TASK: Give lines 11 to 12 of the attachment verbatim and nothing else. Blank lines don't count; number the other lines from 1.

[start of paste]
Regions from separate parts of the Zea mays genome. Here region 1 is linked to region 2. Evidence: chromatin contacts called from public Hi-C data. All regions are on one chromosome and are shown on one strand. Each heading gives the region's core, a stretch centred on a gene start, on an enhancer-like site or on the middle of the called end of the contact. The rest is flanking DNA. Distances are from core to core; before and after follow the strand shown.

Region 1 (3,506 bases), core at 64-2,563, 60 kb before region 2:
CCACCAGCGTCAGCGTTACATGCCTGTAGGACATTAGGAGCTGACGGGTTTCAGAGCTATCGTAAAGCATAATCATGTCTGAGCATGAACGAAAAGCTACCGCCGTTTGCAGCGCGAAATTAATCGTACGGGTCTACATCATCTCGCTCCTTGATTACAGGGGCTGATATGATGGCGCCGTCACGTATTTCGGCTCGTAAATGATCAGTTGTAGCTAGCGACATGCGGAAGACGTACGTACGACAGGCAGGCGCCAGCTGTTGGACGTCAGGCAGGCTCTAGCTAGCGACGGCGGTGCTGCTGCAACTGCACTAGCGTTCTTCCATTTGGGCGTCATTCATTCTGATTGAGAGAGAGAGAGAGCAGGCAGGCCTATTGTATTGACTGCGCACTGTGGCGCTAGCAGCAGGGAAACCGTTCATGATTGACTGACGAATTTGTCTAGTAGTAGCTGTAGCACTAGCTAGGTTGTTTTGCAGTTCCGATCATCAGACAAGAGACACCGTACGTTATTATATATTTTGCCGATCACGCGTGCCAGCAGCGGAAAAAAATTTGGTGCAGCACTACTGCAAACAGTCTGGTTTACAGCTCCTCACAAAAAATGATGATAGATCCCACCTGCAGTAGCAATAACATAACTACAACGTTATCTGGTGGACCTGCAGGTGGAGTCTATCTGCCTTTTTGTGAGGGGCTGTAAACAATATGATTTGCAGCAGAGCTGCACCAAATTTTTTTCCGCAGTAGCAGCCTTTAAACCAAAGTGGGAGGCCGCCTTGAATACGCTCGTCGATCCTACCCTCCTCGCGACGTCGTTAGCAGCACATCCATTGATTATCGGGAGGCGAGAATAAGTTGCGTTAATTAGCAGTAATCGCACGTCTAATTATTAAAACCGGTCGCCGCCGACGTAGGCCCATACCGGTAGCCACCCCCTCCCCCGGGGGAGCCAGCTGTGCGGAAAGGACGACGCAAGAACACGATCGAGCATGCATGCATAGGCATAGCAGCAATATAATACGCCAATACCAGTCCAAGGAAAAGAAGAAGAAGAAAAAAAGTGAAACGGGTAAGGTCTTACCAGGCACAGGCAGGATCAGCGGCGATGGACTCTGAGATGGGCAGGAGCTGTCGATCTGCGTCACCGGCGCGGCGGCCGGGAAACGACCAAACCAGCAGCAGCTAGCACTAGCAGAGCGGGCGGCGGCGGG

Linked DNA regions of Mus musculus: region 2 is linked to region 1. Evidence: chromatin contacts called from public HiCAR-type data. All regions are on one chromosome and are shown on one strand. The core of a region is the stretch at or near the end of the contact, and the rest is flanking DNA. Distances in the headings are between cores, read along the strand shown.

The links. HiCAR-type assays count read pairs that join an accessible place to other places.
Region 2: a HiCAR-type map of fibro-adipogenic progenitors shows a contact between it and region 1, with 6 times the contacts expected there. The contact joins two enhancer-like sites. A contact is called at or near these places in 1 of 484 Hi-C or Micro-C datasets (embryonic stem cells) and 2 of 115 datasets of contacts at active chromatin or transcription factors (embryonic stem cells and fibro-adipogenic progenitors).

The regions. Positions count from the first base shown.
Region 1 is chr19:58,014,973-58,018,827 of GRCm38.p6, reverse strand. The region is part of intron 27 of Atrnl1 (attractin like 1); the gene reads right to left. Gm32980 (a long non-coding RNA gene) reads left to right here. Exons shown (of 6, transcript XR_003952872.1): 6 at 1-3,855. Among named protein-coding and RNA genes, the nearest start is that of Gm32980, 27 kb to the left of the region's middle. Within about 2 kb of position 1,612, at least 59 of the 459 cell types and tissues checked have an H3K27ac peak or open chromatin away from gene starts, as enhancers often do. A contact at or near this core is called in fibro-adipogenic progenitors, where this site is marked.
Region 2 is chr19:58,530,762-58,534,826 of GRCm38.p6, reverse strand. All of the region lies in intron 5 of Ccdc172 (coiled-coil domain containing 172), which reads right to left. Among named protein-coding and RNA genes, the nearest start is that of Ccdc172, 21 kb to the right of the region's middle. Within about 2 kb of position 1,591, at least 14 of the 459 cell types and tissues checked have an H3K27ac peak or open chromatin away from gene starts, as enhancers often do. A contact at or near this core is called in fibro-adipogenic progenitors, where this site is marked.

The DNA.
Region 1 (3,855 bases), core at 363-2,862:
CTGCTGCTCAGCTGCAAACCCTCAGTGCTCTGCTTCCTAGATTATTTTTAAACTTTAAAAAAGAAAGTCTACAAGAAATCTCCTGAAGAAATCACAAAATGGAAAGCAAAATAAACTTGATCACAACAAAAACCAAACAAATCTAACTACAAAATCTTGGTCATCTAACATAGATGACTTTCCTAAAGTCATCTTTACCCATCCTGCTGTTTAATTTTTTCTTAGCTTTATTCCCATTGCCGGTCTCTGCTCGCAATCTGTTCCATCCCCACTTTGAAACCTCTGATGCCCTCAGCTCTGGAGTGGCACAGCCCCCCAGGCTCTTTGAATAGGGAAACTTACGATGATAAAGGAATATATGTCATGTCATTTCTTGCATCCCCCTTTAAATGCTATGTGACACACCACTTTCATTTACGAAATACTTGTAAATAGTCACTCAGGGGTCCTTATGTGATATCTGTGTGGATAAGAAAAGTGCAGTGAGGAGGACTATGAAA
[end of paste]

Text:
Region 1 (3,855 bases), core at 363-2,862:
CTGCTGCTCAGCTGCAAACCCTCAGTGCTCTGCTTCCTAGATTATTTTTAAACTTTAAAAAAGAAAGTCTACAAGAAATCTCCTGAAGAAATCACAAAATGGAAAGCAAAATAAACTTGATCACAACAAAAACCAAACAAATCTAACTACAAAATCTTGGTCATCTAACATAGATGACTTTCCTAAAGTCATCTTTACCCATCCTGCTGTTTAATTTTTTCTTAGCTTTATTCCCATTGCCGGTCTCTGCTCGCAATCTGTTCCATCCCCACTTTGAAACCTCTGATGCCCTCAGCTCTGGAGTGGCACAGCCCCCCAGGCTCTTTGAATAGGGAAACTTACGATGATAAAGGAATATATGTCATGTCATTTCTTGCATCCCCCTTTAAATGCTATGTGACACACCACTTTCATTTACGAAATACTTGTAAATAGTCACTCAGGGGTCCTTATGTGATATCTGTGTGGATAAGAAAAGTGCAGTGAGGAGGACTATGAAA